MED e-care Blog

The New Care Plan for Retirement Homes

By Cynthia Hood  |  06 January 2014

rhraIn 2010 the Retirement Home Regulation Act (RHRA) launched a totally new concept – documented care plans for Residents of retirement communities.

 

This is not to say that care planning was not being performed within retirement homes – far from it. However, variances in care practice, within multi-site organizations, and certainly among independent organizations were likely common occurrences. So the RHRA 2010 focused on defining, standardizing and improving the level of care.

 

With this aim in mind, the benefits would be two-fold: an improvement for the standard of care within retirement communities and a venue for Residents to participate in decision-making for their own care. A win-win for both.

 

The Act has proposed that each Resident be assessed, either by the retirement staff or an external provider. Then based on the assessed needs, develop a suitable plan of care in collaboration with each Resident. With expectations clearly defined, both parties would be on the same page, and the chance of a conflict or dispute at a later stage significantly lowered.

 

The Amendment to RHRA in 2013 has simply put the initial Act in motion, with a call-to-action on documented care plans for new Residents, and in January 2014, for all Residents, with mandatory reviews every 6 months.

 

Moving forward, collaboration will be key among retirement staff and external care providers with the Resident at the centre of the circle of care.

 

The amendment to RHRA 2013 simply took Resident care plans to the next step: care plans must be systematically documented and include mandatory sections and details. For instance, care plans must contain details of the care provided, objectives for the care provided and clear directions on how the care will be delivered.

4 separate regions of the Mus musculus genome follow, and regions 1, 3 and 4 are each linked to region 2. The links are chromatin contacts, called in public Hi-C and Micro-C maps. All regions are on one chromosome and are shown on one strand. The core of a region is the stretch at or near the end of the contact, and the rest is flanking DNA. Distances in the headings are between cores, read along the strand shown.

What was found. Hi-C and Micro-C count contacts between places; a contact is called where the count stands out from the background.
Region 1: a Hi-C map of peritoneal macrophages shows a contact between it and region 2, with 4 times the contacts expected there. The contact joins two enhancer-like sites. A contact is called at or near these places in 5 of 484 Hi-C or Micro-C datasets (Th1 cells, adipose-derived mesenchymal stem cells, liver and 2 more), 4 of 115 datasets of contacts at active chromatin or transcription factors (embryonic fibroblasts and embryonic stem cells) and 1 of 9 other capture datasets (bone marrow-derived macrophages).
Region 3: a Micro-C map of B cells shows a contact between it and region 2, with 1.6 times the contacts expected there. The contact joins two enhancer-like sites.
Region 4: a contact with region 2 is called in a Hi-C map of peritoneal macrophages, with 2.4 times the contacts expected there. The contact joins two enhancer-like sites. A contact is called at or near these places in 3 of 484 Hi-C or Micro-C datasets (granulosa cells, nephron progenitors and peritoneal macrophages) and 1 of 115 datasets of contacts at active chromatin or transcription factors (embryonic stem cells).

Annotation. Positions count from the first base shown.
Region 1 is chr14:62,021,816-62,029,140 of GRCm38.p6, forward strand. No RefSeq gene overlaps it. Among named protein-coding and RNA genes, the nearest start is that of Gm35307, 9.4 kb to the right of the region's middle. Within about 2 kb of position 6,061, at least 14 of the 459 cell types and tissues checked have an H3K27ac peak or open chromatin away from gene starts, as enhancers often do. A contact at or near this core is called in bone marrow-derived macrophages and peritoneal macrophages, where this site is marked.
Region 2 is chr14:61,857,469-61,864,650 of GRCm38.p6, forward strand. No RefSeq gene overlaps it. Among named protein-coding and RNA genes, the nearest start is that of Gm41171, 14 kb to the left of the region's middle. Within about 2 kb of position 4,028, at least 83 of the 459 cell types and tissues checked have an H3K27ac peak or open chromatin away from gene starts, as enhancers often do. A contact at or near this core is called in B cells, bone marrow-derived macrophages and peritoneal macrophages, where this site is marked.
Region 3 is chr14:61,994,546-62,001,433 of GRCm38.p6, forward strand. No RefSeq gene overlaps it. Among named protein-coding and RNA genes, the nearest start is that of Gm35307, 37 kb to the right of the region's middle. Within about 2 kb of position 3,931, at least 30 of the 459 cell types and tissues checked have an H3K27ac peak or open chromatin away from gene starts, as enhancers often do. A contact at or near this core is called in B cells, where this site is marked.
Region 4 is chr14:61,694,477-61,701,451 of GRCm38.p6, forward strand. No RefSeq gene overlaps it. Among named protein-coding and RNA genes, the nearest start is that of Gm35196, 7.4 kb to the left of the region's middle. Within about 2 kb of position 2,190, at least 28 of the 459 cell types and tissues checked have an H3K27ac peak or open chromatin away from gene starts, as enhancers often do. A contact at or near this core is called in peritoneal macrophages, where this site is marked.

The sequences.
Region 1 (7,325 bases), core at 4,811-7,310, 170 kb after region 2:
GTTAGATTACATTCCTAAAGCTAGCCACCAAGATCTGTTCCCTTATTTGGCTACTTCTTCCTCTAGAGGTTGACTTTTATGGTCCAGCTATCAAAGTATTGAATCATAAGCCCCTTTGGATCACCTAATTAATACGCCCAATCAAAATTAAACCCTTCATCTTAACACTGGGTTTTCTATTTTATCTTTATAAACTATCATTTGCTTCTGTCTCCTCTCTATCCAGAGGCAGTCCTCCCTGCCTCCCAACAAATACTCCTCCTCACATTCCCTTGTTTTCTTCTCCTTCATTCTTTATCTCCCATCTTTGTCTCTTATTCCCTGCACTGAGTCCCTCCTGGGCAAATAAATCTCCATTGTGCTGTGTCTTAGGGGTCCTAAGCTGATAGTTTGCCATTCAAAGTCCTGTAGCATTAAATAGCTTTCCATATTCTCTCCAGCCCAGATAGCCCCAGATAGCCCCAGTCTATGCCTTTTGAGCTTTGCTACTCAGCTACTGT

The plan, itself, must contain (a) details of the care provided (b) objectives that the care will fulfill (c) clear directions to retirement home staff providing direct care to the Resident. It should also document the outcomes of the care plan provided to the Resident and its effectiveness. Additionally, each care plan for each Resident must be reviewed and updated every 6 months. The standardization of Resident care plans will add to the administrative responsibilities for retirement homes.

 

It is obvious that the new responsibilities resulting from the Amendment will call for more collaboration among retirement home staff, external care providers and family members involved in different aspects of the Resident's care. Retirement homes will need to implement protocols that facilitate successful collaboration.

 

The Amendment went into effect in January this year for new Residents of retirement homes. Beginning January 2014, all Residents must have documented care plans. The clock is ticking on the work that must go into adhering to the Amendment. If all retirement communities are ready to take on the challenge, the senior population – which is expected to double in the next 22 years – will definitely reap the benefits.

 

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